When the editors at The New York Times delivered the well-reported piece exposing the extreme wealth of China’s prime minister, they probably weren’t that surprised when China blocked the online version of the piece. However, since then, hackers in China have been infiltrating the Times’ computers, gathering emails and passwords. This is a high tech spy story for the ages.
During the digital attack, the hackers installed malicious maleware that allowed them to gain entry to any Times computer. The hackers stole every Times employee corporate password and used this inforamtion to gain access to 53 personal computers. The Times says no customer information was accessed. The hackers tried to hide what they were doing, but the Times caught on:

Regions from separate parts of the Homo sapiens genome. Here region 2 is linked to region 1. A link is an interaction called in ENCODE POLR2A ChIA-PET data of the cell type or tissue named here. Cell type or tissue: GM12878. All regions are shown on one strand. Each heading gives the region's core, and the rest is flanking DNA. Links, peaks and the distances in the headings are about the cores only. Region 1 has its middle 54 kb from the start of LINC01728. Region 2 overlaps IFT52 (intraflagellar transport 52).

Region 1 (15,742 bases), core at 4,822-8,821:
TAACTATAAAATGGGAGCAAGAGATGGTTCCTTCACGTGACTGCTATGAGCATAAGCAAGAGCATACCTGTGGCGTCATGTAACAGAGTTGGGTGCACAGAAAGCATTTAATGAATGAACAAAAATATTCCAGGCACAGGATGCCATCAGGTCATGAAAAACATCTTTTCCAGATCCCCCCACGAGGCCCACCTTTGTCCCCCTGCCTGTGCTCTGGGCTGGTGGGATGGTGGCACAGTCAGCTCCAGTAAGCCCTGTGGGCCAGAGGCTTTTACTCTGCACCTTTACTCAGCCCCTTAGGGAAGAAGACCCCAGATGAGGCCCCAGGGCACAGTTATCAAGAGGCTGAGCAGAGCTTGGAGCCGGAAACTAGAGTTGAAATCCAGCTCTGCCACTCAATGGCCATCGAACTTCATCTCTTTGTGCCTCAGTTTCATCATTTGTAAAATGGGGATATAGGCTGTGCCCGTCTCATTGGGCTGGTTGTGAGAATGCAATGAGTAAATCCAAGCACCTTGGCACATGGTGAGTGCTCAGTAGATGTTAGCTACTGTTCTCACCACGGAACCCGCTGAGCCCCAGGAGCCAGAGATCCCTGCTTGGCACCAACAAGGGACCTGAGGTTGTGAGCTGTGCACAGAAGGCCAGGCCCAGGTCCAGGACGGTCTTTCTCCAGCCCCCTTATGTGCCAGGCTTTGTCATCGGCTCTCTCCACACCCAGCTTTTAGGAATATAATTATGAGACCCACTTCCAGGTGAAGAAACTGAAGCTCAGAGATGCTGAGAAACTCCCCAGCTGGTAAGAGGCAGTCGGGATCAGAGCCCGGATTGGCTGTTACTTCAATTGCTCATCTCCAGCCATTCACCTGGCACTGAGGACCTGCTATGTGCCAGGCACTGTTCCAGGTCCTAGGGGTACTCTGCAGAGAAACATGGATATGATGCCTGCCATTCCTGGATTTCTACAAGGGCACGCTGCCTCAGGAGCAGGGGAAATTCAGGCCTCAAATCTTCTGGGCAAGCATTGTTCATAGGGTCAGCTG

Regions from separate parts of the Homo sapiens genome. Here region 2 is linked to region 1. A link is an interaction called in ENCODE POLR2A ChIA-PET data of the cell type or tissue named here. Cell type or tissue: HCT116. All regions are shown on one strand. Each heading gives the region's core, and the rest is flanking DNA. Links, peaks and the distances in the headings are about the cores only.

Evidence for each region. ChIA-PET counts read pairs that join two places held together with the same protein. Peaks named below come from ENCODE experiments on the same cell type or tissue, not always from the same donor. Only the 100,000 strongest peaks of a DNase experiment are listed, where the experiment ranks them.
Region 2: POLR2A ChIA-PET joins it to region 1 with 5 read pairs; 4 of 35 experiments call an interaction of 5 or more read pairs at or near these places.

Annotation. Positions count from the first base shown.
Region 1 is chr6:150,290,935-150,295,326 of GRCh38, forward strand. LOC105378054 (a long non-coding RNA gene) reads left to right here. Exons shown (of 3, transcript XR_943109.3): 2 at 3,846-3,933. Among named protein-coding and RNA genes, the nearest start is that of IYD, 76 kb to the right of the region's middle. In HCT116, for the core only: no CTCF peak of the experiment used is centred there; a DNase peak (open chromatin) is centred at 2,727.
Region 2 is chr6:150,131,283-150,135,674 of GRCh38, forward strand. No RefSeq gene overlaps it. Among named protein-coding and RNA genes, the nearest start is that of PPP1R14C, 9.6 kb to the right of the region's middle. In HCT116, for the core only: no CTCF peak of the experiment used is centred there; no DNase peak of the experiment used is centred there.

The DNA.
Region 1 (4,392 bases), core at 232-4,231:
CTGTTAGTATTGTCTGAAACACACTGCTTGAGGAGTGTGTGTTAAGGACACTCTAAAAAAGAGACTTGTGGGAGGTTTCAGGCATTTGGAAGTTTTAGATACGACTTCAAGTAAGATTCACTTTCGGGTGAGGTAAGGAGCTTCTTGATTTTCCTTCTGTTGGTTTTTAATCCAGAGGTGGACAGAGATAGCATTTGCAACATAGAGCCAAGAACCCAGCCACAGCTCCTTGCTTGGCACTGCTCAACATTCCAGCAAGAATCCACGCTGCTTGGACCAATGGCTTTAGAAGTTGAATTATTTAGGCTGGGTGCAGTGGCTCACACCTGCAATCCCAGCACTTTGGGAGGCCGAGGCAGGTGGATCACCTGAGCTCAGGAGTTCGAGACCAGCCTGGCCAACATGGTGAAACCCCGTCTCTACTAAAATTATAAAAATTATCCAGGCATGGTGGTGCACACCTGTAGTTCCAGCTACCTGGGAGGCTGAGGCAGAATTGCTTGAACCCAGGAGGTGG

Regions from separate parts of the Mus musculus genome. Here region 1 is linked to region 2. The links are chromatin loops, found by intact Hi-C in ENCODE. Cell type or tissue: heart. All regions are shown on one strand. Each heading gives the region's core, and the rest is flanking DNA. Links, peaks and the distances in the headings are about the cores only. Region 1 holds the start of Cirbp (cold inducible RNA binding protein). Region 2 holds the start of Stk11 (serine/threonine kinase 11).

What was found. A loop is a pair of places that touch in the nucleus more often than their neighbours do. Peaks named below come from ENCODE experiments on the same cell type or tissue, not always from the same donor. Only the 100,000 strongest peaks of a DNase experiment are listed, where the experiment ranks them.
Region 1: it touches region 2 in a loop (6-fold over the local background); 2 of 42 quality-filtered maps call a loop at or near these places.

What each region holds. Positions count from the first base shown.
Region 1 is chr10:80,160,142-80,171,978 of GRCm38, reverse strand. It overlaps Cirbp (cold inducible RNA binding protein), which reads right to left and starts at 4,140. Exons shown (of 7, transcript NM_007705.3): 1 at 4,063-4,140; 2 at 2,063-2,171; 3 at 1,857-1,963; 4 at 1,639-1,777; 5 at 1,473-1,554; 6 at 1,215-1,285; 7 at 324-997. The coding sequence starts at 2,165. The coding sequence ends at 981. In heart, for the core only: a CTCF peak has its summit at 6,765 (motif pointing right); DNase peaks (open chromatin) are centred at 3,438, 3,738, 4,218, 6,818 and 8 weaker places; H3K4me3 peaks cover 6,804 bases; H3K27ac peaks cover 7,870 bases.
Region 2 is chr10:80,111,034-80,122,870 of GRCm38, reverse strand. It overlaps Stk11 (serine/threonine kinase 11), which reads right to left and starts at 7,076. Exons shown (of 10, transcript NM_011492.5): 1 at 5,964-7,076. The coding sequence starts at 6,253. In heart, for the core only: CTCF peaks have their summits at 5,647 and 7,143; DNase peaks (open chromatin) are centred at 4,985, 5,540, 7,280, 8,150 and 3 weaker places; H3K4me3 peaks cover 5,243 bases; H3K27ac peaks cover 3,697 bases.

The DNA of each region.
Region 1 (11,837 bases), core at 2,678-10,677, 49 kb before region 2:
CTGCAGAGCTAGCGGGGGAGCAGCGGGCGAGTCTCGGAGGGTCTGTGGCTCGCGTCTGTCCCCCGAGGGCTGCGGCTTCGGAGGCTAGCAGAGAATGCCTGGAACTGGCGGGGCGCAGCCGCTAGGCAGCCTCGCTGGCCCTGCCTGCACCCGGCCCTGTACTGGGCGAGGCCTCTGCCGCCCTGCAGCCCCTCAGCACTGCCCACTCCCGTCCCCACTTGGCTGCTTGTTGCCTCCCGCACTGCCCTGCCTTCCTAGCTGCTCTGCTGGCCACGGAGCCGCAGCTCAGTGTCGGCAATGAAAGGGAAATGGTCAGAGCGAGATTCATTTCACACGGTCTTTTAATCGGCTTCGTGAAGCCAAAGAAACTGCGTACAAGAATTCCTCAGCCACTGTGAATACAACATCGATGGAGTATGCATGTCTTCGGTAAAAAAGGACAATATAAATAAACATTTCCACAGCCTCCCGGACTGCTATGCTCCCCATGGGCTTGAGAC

The hackers tried to cloak the source of the attacks on The Times by first penetrating computers at United States universities and routing the attacks through them, said computer security experts at Mandiant, the company hired by The Times. This matches the subterfuge used in many other attacks that Mandiant has tracked to China.
After learning of the attack, the Times’ experts watched the hackers movements to better learn how to beat them. The Times says that as of now, the hackers and the maleware have been expelled from their computer systems and all is well. But for how long?